w Drummond's Teares on the Death of Meliades appeared in 1613; and his Forth Feasting, written on occasion of the King's visit to Scotland,

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VII. He esteemeth John Done the first poet in the world in some things : his verses of the Lost Chaine he heth by heart; and that passage of the Calme, That dust and feathers doe not stirr, all was so quiet. Affirmeth Done to have written all his best pieces ere he was 25 years old.

Sir Edward (Henry] Wotton's verses of a happie lyfe, he hath by heart; and a peice of Chapman's translation of the 13 of the Iliads, which he thinketh well done.

That Done said to him, he wrott that Epitaph on Prince Henry, Look to me, Faith,y to match Sir Ed: Herbert in ob

scurenesse.

in 1617. The writer of an excellent article on Drummond's Poetry, in the Retrospective Review, in reference to the current, but unfounded tradition of Jonson's object in visiting Scotland, quotes the above words, and

says, Truly, if this be admiration enough for a pilgrimage, and by such a man as Jonson, there is much less enthusiasm wanting on such occasions, than we have heretofore imagined.” (Retr. Rev., vol. ix., p. 355.)

* The poem here mentioned, is “ The Character of a Happy Life," by Sir Henry Wotton, and is so beautiful, that we may be excused quoting the first two and last verses.

How happy is he born and taught

That serveth not another's will ?
Whose armour is his honest thought,

And simple truth his utmost skill?
Whose passions not his masters are,

Whose soul is still prepared for death ;
Untied unto the World by care

Of publick fame, or private breath.
This Man is freed from servile bands,

Of hopes to rise, or fear to fall :
Lord of himself, though not of lands,

And having nothing, yet hath all. See a copy of these verses, taken from the original in Ben Jonson's hand-writing, in Mr. Collier’s “Memoirs of Edward Alleyn," p. 53. They there vary materially from the copies as printed in the various editions of Wotton's Remains.

y Donne's Elegy on the Prince was first printed in 1613.

He hath by heart some verses of Spenser's Calender, about wyne, between Coline and Percye.

Z

VIII. The conceit of Done's Transformation, or Meteu puxósis, was, that he sought the soule of that aple which Eva pulled, and thereafter made it the soule of a bitch, then of a shee wolf, and so of a woman : his general purpose was to have brought in all the bodies of the Hereticks from the soule of Cain, and at last left it in the bodie of Calvin: Of this he never wrotte but one sheet, and now, since he was made Doctor, repenteth highlie, and seeketh to destroy all his poems.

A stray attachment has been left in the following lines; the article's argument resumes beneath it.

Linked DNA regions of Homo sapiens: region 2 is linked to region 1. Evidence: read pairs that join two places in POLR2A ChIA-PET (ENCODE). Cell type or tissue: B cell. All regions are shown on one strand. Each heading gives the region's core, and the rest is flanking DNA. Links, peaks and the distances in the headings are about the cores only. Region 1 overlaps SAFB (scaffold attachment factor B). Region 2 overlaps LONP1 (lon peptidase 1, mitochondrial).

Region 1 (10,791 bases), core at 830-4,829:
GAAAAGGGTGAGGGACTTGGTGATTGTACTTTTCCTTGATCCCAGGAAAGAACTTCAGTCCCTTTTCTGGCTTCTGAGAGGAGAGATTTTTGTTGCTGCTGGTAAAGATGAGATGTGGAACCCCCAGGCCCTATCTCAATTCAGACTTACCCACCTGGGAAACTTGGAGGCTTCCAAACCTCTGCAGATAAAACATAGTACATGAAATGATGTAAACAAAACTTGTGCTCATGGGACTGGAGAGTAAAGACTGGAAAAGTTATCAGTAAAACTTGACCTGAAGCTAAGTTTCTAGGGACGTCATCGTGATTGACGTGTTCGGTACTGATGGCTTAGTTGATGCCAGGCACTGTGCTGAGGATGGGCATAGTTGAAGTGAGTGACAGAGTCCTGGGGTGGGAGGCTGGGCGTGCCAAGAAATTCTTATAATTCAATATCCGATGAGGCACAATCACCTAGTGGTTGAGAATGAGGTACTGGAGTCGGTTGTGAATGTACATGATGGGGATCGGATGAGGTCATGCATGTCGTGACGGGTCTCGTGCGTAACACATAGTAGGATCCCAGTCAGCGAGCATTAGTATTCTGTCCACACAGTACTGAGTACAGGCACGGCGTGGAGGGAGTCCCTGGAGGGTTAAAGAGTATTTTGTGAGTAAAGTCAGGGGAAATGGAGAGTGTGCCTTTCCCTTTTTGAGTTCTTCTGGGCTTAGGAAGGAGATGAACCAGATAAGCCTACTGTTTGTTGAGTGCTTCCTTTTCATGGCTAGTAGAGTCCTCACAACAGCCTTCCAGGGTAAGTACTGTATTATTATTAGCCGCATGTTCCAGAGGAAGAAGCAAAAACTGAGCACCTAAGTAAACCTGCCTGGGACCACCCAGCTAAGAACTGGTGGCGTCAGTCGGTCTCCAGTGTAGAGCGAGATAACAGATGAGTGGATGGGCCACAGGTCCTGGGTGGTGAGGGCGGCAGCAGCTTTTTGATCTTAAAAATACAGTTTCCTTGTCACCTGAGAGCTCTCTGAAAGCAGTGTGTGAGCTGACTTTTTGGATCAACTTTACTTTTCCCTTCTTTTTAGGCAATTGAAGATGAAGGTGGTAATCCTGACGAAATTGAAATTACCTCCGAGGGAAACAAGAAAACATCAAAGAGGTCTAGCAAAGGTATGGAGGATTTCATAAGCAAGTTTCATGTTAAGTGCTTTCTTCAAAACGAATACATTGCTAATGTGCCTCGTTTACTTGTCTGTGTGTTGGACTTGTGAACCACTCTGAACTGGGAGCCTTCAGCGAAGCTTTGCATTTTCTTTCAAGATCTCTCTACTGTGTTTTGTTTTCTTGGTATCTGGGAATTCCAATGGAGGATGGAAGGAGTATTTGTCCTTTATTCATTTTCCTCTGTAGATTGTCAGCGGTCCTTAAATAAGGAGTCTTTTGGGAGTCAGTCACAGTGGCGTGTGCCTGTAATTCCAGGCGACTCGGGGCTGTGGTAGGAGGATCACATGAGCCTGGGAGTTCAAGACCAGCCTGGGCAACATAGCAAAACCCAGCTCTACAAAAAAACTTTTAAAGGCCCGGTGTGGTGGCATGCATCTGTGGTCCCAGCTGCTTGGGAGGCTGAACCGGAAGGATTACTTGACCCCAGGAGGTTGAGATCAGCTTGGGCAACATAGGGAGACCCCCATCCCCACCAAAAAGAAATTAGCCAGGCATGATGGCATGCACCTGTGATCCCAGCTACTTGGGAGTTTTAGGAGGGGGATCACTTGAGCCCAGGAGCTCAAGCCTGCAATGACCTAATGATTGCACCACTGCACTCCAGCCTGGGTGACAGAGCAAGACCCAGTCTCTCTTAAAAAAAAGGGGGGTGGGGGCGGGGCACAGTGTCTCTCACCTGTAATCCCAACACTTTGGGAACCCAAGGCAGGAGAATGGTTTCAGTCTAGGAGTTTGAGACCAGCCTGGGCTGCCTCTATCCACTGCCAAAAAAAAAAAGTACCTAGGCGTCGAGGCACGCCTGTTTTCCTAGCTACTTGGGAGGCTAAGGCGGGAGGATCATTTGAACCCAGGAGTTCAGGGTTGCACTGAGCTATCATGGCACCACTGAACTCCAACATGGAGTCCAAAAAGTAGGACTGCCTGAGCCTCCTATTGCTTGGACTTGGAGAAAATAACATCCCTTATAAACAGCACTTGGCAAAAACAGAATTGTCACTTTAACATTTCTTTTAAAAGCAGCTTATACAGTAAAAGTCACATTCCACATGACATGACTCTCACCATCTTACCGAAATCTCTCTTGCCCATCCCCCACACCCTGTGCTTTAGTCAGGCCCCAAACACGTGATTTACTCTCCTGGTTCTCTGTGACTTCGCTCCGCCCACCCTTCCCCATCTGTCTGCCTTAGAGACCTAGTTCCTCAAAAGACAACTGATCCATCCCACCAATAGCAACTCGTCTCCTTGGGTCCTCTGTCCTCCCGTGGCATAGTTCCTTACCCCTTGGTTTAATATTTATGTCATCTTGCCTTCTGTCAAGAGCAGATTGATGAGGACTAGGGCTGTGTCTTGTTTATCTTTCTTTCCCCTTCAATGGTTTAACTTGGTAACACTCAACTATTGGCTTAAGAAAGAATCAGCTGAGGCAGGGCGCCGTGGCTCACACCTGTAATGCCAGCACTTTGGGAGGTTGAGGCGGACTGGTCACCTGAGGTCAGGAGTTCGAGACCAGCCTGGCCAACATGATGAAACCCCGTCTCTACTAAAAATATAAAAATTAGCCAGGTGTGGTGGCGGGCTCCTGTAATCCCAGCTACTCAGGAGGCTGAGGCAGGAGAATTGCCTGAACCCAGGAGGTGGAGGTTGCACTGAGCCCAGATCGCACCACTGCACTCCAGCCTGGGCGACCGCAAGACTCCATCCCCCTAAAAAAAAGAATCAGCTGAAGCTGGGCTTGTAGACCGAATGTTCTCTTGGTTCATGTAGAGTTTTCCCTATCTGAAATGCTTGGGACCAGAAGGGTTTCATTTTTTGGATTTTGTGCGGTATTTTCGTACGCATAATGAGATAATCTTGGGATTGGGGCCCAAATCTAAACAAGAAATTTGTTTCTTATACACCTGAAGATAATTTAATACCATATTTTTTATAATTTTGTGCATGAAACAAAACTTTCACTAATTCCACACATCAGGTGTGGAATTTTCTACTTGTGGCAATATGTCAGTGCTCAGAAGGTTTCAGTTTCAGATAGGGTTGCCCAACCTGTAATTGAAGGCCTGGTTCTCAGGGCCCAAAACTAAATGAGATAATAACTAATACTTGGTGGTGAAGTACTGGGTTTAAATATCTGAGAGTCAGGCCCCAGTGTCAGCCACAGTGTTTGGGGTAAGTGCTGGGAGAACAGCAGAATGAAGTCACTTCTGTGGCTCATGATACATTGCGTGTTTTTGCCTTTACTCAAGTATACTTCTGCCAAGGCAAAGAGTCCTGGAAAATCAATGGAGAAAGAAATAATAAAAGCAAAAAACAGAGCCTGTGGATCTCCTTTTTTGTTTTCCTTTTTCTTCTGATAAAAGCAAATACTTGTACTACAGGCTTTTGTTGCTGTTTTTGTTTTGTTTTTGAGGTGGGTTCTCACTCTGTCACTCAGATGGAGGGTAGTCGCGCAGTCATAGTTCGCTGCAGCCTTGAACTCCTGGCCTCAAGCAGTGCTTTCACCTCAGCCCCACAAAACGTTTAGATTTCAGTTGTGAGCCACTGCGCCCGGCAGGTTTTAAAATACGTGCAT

IX.

That Petronius, Plinius Secundus, Tacitus, spoke best Latine; that Quintiliane's 6. 7. 8. bookes were not only to be

z His “Metempsychosis, the Progress of the Soule,” bears the date August 16, 1601, in the collection of his poems, p. 286. The fragment extends to fifty-two stanzas, of ten lines each. It may be added, that Donne appears to have still better claims than either Bishop Hall or Marston, to be considered the first English Satirist. In Drummond's transcript, Donne's Fourth Satire is dated “ Anno, 1594,” three years previous to the publication of Hall's. Mr. Collier, however, was the first to point out the priority in date of Donne's Satires. In the British Museum, among the Harleian MSS., (No. 5110) is a copy of Donne's three first satires, dated 1593, and headed, “ Ihon Dunne, his Satires : Anno Domini 1593.” Donne's fourth satire, according to Drummond's transcript, might be written in 1594. Dr. John Donne was born in 1573, and died the 31st of March, 1631.

a Donne's poems were not collected and published till after his death, in 1633. Izaac Walton says of him, that “the recreations of his youth were Poetry;” and “ of those pieces which were facetiously composed, and carelessly scattered,” most of them were written before the twentieth year of his age. He adds, “It is a truth, that in his penitential years, viewing some of those pieces too loosely scattered in his youth, he wish't they had been abortive, or so short-liv’d, that his own eyes had witnessed their funerals.” The earliest of Donne's poems which appeared in print, was entitled, “ An Anatomy of the World,” which came out in 1611. (See the Cat. of the Bridgewater Library, p. 9) and was republished anonymously in 1612, 1621, and 1625.